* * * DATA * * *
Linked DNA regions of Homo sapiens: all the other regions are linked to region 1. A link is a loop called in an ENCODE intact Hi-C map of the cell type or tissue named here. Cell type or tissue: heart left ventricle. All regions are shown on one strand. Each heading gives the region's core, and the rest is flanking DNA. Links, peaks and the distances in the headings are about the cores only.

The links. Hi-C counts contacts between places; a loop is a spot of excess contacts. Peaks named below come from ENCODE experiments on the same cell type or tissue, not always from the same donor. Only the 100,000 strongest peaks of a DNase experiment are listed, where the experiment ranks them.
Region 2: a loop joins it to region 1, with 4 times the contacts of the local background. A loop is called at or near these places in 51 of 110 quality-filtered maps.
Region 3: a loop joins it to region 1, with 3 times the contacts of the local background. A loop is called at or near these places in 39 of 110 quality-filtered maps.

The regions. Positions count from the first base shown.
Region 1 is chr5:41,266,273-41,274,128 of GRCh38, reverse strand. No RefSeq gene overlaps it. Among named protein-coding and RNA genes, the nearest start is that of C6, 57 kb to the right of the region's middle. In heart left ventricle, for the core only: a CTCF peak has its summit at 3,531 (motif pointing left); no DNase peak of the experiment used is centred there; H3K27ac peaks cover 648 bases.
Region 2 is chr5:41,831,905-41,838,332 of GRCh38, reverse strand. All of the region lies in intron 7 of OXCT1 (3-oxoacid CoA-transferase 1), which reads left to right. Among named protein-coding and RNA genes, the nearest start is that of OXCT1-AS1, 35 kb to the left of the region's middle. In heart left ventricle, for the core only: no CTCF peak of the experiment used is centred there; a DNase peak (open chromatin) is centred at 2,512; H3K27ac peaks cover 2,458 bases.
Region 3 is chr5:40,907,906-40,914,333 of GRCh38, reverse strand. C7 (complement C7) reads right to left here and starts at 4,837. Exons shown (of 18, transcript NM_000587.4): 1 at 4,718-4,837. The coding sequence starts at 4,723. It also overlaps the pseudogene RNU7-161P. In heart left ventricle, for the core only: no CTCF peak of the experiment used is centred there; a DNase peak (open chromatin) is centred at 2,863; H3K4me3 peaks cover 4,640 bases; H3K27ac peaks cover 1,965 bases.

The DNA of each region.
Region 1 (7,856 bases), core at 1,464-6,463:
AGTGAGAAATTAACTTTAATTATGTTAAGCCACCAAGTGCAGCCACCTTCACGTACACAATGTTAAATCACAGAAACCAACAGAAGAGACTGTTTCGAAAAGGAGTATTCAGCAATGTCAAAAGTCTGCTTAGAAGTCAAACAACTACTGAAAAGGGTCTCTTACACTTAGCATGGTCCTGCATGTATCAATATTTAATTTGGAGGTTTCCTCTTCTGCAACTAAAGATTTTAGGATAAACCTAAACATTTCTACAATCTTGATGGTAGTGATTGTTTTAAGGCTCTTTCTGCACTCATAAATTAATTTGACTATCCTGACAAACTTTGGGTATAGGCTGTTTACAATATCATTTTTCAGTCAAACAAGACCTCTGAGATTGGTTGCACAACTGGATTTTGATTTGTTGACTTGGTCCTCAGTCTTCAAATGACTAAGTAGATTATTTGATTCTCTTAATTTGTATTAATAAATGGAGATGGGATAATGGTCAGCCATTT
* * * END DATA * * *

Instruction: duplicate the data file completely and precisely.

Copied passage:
Linked DNA regions of Homo sapiens: all the other regions are linked to region 1. A link is a loop called in an ENCODE intact Hi-C map of the cell type or tissue named here. Cell type or tissue: heart left ventricle. All regions are shown on one strand. Each heading gives the region's core, and the rest is flanking DNA. Links, peaks and the distances in the headings are about the cores only.

The links. Hi-C counts contacts between places; a loop is a spot of excess contacts. Peaks named below come from ENCODE experiments on the same cell type or tissue, not always from the same donor. Only the 100,000 strongest peaks of a DNase experiment are listed, where the experiment ranks them.
Region 2: a loop joins it to region 1, with 4 times the contacts of the local background. A loop is called at or near these places in 51 of 110 quality-filtered maps.
Region 3: a loop joins it to region 1, with 3 times the contacts of the local background. A loop is called at or near these places in 39 of 110 quality-filtered maps.

The regions. Positions count from the first base shown.
Region 1 is chr5:41,266,273-41,274,128 of GRCh38, reverse strand. No RefSeq gene overlaps it. Among named protein-coding and RNA genes, the nearest start is that of C6, 57 kb to the right of the region's middle. In heart left ventricle, for the core only: a CTCF peak has its summit at 3,531 (motif pointing left); no DNase peak of the experiment used is centred there; H3K27ac peaks cover 648 bases.
Region 2 is chr5:41,831,905-41,838,332 of GRCh38, reverse strand. All of the region lies in intron 7 of OXCT1 (3-oxoacid CoA-transferase 1), which reads left to right. Among named protein-coding and RNA genes, the nearest start is that of OXCT1-AS1, 35 kb to the left of the region's middle. In heart left ventricle, for the core only: no CTCF peak of the experiment used is centred there; a DNase peak (open chromatin) is centred at 2,512; H3K27ac peaks cover 2,458 bases.
Region 3 is chr5:40,907,906-40,914,333 of GRCh38, reverse strand. C7 (complement C7) reads right to left here and starts at 4,837. Exons shown (of 18, transcript NM_000587.4): 1 at 4,718-4,837. The coding sequence starts at 4,723. It also overlaps the pseudogene RNU7-161P. In heart left ventricle, for the core only: no CTCF peak of the experiment used is centred there; a DNase peak (open chromatin) is centred at 2,863; H3K4me3 peaks cover 4,640 bases; H3K27ac peaks cover 1,965 bases.

The DNA of each region.
Region 1 (7,856 bases), core at 1,464-6,463:
AGTGAGAAATTAACTTTAATTATGTTAAGCCACCAAGTGCAGCCACCTTCACGTACACAATGTTAAATCACAGAAACCAACAGAAGAGACTGTTTCGAAAAGGAGTATTCAGCAATGTCAAAAGTCTGCTTAGAAGTCAAACAACTACTGAAAAGGGTCTCTTACACTTAGCATGGTCCTGCATGTATCAATATTTAATTTGGAGGTTTCCTCTTCTGCAACTAAAGATTTTAGGATAAACCTAAACATTTCTACAATCTTGATGGTAGTGATTGTTTTAAGGCTCTTTCTGCACTCATAAATTAATTTGACTATCCTGACAAACTTTGGGTATAGGCTGTTTACAATATCATTTTTCAGTCAAACAAGACCTCTGAGATTGGTTGCACAACTGGATTTTGATTTGTTGACTTGGTCCTCAGTCTTCAAATGACTAAGTAGATTATTTGATTCTCTTAATTTGTATTAATAAATGGAGATGGGATAATGGTCAGCCATTT